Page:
The India-US partnership has an important role to play in this respect. The American vision of the Indo-Pacific Economic Corridor supplements India’s Act East policy, and India-US cooperation in physical and soft infrastructure can link cross-border transport corridors; help create regional energy connections; and facilitate people-to-people interactions. Further, India and the US can cooperate as “global partners”, with US investment in Indian projects in Africa. Accordingly, the Asia-Africa Growth Corridor proposed by Japan and India can provide a common platform to all three states. Further, the US can nurture burgeoning regional partnerships between Japan, South Korea, Australia, and India, as these countries work towards building a consultative and collective Asian framework.
Digital connectivity, trade, and technology
Digital connectivity merits particular attention. After all, in the next decade, the largest cohort of internet users will emerge from the Indo-Pacific region. China is working aggressively to ensure that digital platforms in the region will be influenced by its own model for cyberspace premised on sovereignty. A major part of China’s BRI is the new “information silk road”, which facilitates investments by Chinese companies in South Asia’s internet architecture.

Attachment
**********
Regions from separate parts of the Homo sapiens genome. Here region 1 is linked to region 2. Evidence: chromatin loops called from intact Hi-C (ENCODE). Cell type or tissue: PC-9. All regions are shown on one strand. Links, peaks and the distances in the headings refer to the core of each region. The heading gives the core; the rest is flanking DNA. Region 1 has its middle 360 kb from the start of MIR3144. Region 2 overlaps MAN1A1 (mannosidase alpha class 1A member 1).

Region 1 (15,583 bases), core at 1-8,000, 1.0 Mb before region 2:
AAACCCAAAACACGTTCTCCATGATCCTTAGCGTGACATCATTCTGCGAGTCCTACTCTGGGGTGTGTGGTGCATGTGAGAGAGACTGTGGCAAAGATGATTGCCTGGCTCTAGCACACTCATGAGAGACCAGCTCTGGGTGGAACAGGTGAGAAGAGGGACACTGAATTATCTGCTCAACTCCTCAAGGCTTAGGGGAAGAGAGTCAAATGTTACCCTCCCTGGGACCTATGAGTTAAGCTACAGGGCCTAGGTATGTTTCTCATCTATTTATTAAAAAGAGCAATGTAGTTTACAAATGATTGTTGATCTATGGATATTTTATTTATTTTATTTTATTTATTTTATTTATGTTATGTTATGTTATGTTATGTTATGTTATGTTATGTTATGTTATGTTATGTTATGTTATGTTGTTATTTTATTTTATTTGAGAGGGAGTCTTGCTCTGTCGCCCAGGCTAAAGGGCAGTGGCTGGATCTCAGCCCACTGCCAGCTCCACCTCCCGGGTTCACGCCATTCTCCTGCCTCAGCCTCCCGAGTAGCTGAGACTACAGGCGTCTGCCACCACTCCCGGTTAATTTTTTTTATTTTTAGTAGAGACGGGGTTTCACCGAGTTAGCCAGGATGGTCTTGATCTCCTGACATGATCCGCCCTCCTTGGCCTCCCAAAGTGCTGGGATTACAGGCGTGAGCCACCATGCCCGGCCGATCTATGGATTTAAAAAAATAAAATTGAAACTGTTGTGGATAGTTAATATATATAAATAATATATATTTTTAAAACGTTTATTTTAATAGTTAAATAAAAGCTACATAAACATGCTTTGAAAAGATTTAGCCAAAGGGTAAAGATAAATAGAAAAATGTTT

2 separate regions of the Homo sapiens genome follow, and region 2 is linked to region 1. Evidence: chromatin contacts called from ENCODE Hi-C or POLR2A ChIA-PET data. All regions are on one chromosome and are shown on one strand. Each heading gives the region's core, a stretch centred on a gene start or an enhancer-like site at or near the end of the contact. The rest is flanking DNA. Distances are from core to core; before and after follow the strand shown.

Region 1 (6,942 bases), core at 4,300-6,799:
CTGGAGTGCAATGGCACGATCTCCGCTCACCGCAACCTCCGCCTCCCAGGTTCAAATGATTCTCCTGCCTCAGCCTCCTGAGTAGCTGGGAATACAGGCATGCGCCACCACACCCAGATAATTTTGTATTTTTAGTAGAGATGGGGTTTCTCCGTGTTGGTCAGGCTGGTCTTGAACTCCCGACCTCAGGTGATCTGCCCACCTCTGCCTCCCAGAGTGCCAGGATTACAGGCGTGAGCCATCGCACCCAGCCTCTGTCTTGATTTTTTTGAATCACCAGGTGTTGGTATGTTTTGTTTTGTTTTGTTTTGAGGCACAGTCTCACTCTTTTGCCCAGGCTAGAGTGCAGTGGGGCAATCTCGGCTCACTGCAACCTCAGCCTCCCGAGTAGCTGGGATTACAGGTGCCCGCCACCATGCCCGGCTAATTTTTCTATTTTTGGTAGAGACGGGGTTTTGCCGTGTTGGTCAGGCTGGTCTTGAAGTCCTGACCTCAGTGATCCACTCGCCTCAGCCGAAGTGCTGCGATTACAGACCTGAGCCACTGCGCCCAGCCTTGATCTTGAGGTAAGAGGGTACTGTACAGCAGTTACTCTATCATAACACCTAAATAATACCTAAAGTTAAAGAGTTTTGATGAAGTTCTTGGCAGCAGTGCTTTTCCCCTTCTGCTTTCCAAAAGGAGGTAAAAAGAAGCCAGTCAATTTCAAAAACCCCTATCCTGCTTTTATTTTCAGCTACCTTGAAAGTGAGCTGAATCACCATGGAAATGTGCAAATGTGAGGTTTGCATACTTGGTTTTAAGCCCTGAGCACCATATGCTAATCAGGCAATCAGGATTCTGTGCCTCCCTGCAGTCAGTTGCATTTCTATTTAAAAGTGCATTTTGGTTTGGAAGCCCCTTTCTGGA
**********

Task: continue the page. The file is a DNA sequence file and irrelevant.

Accordingly, the US and India must cooperate to ensure that digital platforms, trade, connectivity and norms are shaped according to the democratic and open nature of the internet. To do so, they must create a framework that responds to developing-country imperatives such as affordable access, local content generation and cybersecurity. Already, Prime Minister Modi’s ‘Digital India’ programme provides a model for other states in the region to use internet-enabled technology to spur economic growth. India’s Aadhaar initiative, a unique digital identity programme, has already generated significant interest amongst South Asian states. American companies have increasingly sought to adopt standards and technologies to leverage this platform and build new markets in India. For example, WhatsApp has integrated with India’s unified payments interface to provide digital payments. Examples of other development initiatives are also abundant. Elsewhere, the Google RailTel initiative aims to provide WiFi at 400 railway stations across India by 2018.